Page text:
The Things People Vote For

Emily noticed this last night, while reading our mail-in ballots (you might want to click the image to see the full-size):

Read that carefully.  It says:

Initiated Ordinance 300

Shall the voters for the City and County of Denver adopt an Initiated Ordinance to require the creation of an extraterrestrial affairs commission to help ensure the health, safety, and cultural awareness of Denver residents and visitors in relation to potential encounters or interactions with extraterrestrial intelligent beings or their vehicles, and fund such commission from grants, gifts and donations?

That’s right, the voters of Denver have asked for this measure to be on the ballot (see the WSJ article here).

City of Frisco and Sheep

Emily and I were headed back to Denver from Breckenridge yesterday.  We stopped in Frisco to snap some pictures of the beautiful aspen trees.  Then, we found a herd of bighorn sheep on the side of the interstate, and I had to turn around and snap some pictures.

All the pictures are here.

Elk and Rocky Mountain National Park

Emily and I took my parents up to Estes Park and Rocky Mountain National Park.  My parents came out to visit and see our new apartment (now furnished with lots of great wedding gifts!).

We were Estes Park and Rocky Mountain at just the right time for the rut.  The large groups of elk were on the golf course in Estes Park, while the first two videos are from Sheep Lakes, near the Falls River entrance to Rocky Mountain National Park.  We also saw several male bighorn sheep on the way back to Denver, in Empire.

Pictures are here.

Video clips:

Is Evil Richt Back?

Evil Richt, the fiery coach of the Georgia Bulldogs we saw in 2007 and 2008, might just be back.  Look at his statements yesterday regarding changes in personnel on the offensive line:

“You noticed that?” head coach Mark Richt said after Wednesday’s practice, smiling, when asked about Gates. “Well then why don’t we tell Tennessee what we’re doing. That’s why I don’t like you guys out there sometimes.”

Richt appeared to be good-natured about it. After all, he did extend the media portion of practice on Monday for an extra five periods and 25 minutes.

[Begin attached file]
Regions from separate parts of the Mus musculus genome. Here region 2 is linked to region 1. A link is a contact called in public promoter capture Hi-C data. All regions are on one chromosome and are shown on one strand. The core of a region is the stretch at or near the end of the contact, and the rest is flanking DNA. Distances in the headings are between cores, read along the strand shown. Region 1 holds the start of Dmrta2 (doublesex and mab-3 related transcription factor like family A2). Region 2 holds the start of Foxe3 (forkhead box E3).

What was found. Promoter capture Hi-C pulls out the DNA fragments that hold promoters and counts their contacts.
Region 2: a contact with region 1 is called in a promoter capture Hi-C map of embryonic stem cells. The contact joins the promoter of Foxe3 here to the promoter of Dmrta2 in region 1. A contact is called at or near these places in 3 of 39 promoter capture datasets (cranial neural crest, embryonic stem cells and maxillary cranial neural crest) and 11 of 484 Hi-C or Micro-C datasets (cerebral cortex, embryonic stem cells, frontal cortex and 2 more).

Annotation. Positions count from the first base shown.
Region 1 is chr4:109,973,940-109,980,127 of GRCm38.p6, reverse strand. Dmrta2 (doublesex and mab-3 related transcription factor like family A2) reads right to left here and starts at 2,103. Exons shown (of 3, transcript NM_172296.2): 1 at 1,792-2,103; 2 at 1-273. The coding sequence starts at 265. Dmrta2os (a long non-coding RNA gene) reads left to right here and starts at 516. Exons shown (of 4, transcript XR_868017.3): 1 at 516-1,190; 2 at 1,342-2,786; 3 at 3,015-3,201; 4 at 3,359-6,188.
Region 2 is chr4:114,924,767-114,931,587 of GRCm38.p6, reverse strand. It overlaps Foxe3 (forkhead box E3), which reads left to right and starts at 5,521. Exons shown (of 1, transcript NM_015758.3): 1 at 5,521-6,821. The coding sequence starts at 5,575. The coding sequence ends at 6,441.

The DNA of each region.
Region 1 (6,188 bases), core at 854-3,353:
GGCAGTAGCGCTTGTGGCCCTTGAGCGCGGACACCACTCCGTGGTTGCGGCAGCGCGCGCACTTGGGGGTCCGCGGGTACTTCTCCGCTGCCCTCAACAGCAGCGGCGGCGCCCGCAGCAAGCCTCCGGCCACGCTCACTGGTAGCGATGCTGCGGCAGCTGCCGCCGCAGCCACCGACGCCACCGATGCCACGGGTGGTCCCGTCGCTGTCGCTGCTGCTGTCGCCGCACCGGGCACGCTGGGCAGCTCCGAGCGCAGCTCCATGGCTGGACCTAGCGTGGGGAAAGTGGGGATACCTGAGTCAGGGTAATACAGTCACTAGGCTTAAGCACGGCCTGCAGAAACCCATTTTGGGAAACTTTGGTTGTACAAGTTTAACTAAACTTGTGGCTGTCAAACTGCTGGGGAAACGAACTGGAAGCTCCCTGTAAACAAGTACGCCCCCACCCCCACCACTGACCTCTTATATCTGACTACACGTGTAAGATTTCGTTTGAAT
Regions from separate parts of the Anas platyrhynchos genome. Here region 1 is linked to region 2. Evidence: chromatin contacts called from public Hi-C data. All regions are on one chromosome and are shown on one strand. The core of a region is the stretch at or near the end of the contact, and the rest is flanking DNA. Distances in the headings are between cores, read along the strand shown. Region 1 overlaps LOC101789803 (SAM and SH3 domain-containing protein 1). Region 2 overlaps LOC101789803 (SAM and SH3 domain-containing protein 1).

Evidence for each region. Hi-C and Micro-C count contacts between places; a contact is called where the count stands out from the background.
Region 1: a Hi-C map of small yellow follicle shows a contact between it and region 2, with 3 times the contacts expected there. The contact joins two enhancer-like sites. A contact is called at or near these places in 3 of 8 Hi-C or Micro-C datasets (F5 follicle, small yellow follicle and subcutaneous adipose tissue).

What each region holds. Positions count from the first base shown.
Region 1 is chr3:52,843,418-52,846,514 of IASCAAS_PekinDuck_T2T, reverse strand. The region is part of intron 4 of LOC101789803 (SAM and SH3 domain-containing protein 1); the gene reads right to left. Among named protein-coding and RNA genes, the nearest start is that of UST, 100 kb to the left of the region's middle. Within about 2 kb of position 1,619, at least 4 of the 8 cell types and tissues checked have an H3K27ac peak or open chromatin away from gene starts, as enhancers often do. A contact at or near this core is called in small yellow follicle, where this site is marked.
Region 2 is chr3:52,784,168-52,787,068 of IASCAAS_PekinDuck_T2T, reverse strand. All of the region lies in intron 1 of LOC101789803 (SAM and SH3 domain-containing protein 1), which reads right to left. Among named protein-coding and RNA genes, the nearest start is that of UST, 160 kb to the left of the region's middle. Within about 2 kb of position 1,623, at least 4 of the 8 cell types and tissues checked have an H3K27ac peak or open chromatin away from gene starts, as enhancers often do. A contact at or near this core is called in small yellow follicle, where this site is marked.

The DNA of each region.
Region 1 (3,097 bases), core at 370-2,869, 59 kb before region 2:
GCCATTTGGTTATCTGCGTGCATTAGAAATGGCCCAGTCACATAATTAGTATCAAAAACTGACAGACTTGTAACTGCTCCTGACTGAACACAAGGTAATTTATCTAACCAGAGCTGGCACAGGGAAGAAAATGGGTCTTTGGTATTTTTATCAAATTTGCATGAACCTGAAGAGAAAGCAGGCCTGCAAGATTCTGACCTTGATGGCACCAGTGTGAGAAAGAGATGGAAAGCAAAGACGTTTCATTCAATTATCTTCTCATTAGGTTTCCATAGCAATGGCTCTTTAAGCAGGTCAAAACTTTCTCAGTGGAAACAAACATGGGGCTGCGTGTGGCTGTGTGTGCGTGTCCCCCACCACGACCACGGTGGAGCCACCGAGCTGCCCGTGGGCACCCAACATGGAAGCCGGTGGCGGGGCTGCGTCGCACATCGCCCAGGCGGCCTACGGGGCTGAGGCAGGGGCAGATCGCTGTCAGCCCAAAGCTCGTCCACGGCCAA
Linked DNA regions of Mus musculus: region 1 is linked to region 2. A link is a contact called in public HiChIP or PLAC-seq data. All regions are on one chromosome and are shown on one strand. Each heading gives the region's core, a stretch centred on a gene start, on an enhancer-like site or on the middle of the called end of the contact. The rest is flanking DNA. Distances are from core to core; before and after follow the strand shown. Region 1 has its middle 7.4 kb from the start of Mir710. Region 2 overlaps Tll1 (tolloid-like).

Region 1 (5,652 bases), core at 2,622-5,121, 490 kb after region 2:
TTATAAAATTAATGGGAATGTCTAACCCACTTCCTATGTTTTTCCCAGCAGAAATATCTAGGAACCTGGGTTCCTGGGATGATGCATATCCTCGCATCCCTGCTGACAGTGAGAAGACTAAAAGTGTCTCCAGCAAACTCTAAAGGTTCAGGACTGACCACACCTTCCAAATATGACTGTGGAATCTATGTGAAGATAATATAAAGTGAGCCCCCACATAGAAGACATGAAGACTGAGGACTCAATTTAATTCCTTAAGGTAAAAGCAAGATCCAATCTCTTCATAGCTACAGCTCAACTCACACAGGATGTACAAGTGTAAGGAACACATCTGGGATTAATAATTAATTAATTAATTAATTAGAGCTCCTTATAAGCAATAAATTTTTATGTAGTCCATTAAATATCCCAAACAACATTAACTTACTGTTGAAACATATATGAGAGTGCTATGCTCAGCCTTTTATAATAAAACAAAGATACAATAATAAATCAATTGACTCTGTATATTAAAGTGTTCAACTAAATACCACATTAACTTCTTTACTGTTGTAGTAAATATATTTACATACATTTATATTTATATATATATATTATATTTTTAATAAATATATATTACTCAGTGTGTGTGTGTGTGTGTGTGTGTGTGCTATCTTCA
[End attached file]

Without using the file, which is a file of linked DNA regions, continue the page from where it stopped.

Josh Davis, who would be displaced as the right tackle, was mum on the moves.

“No comment,” Davis said, with a slight grin. “I can’t talk about that.”

And then, on possible injuries:

Richt indicated on the SEC teleconference that another player was hurt. But no more details were forthcoming.

“I said somebody was injured and I wasn’t going to tell who?” he said. “I forgot who it was.”

Kinda reminds me of the Mark Richt we saw before facing Florida, Auburn, and Hawaii in 2007 (and before he got beat by Alabama in 2008).

I’ve been looking for a change in the mindset of the Georgia coaches and players.  Judging by Richt’s statements, a little bit from Grantham, and an angry Orson Charles, maybe this team has found its fire.  I sure hope it has.

Beyond Diaspora

I was glad to see I wasn’t the only one disappointed in Diaspora.  Read this article from Blogoscoped, Beyond Diaspora: Another Facebook Alternative has a Head Start.

While I have already deployed Status.net (it’s an open, distributed alternative to Twitter, and mine is here), it doesn’t allow for much social functionality, especially for the single user.  And GNU Social, what the article is really about, isn’t widely developed (look at the email lists, there are very, very few posts).  I would think the GNU/FOSS community could put some more substantial effort behind creating an open alternative to Facebook.

As I said up front, I’m disappointed in Diaspora (the open alternative to Facebook that got a lot of attention this summer).  Diaspora runs on Ruby, which is great if you like Macs (it’s built in to the operating system), but Ruby runs poorly on Linux servers (which host the majority of the internet’s sites).  The entire package is difficult to install on Linux, but the real issue is Ruby.  Ruby is notoriously slow, and a lot of people are reporting that the app slows to a crawl when two people are accessing it.

I’m disappointed in Diaspora because they didn’t make Diaspora to work with common server technologies like PHP and MySQL.  Therefore, the installation base is a lot smaller, and those that want to install it are in for a day-long treat typically.